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The Baqi Project
The First Architectural Design Project on the Rebuilding of Jannat al-Baqi
The Baqi Project is the first architectural project to focus on the design and rebuilding of the mausoleums at al-Baqi' cemetery. This initiative originally commenced as a thesis for architecture school in 2015 but since then it has grown into a phenomenon for the restoration of Islamic heritage. Not only does this initiative paint a roadmap in efforts to rebuild the mausoleums of al-Baqi', but it is an opportunity to reinterpret mausoleum architecture.
Every piece of exemplary architecture designed takes into consideration how visitors navigate through it whether it's an enclosed building or an outdoor garden. Architects constantly bounce ideas back and forth in order to envision how visitors will enter and use a space. The experience is important because it can have such a profound impact on the visitor as each has been carefully calculated through the usage of various elements such as color, material, shapes, size, and light. Al-Baqi’ is the first mausoleum that can be designed from the ground up and the possibilities are endless.
During the design process, there was a need to create spaces that consisted of a continuous dialogue between the architecture and the visitor. When visitors enter the mausoleums housing the tombs of significant personalities in Islam, most of the time the ornamental design is what leaves each person in awe. Whether they look at the walls or the vaulted ceilings, the geometric nature, mirror work, and intricate arabesque patterns are what captivates one's attention. And while this is an integral part to mausoleum architecture, there are opportunities to experiment and enhance the experience of the visitor. The possibilities with light and water alone are able to have a unique and special effect on the pilgrim. With the right balance, this can easily be achieved by capturing the poetic dialogue between these elements and the architecture. Similar experiences like this can be found in other religious denominations and houses of worship.
With this project, there were many opportunities to create something unique which isn't available in other mausoleums around the Islamic world. Architecture has the ability to affect us on so many levels and the most influential approach is through a symbolic gesture. Reflection pools were incorporated surrounding the area of the sanctuary chamber where the Dharih (gilded enclosure above grave) would sit. As the visitors make their way in, they are welcomed by water which establishes a sense of purity, calmness, and sanctity within the space.
Light is synonymous with guidance and this metaphor has been used throughout the Quran in many contexts. This metaphor has been embodied in a variety of ways especially in religious architecture. One can regard light as the most important factor in appreciating architecture because of the impact it has within a design. The light within a space can invoke emotions in us in such that we walk away in astonishment. Renowned architects such as the likes of Louis Khan, Alvar Aalto, Frank Lloyd Wright, and others have used this element to their advantage to create buildings that have left a lasting impression on humanity.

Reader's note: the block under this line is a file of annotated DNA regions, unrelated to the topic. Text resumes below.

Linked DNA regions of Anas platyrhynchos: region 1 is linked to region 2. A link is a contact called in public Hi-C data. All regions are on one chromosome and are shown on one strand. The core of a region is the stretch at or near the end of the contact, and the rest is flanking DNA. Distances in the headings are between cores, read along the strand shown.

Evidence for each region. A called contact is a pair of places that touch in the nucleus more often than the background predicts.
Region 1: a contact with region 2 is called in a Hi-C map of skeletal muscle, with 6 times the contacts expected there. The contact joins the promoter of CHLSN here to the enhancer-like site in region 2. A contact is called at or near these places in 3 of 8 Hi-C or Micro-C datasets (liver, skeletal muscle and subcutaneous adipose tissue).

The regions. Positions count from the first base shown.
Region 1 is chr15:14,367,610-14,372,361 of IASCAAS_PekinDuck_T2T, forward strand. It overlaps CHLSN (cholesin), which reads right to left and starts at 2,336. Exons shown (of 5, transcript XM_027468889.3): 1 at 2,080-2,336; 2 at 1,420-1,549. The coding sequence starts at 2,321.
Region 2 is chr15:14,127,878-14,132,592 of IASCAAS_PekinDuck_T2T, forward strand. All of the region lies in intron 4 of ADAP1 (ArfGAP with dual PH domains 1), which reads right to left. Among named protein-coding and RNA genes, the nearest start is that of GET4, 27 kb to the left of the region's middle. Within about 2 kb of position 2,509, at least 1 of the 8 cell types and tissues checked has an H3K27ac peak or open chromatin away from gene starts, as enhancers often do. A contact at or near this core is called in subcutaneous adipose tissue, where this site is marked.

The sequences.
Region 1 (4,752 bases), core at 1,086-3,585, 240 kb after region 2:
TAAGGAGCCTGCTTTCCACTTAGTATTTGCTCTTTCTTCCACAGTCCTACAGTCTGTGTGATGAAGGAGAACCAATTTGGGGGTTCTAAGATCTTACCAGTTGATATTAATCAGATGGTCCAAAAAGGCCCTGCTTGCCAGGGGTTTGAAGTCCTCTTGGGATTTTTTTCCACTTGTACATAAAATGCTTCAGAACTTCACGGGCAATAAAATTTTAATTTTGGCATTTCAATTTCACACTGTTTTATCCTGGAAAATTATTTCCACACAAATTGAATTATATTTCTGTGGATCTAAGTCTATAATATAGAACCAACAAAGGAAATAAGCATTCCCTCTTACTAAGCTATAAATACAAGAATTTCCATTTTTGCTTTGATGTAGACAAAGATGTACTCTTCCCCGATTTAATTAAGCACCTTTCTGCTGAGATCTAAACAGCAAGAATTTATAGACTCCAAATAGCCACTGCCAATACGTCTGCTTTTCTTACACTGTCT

One of the first observations I made about al-Baqi’ was the direction of the walkways for visitors to navigate throughout the cemetery. One set of pathways appears random as they connect from one point to another while others are tilted on an angle which point towards the direction of Mecca. This begs the question of how the mausoleum would sit on the Baqi’ site. Of course it makes sense for it to align with the facing the Kaaba but in this lay an opportunity to reach even further.
A set of design rules were put in place to conduct how the mausoleum would come together in order to mesh with the existing site in a cohesive manner. This was done by creating the ‘Sacred’ axis and the ‘Profane’ axis. Any part of the mausoleum which had a strand of divinity or sanctity associated with it, such as prayer area, it would align with the sacred axis. Every other area which didn’t necessarily associate with divinity would align on the profane axis. This act gave the spaces in the mausoleum hierarchal significance so that one could differentiate the two. Furthermore, the sacred axis became a constant reminder to the visitors about the importance of God in all affairs. No matter which part of the mausoleum one stands in, all acts of visitation are associated with the direction pointing towards the Kaaba, and therefore God.
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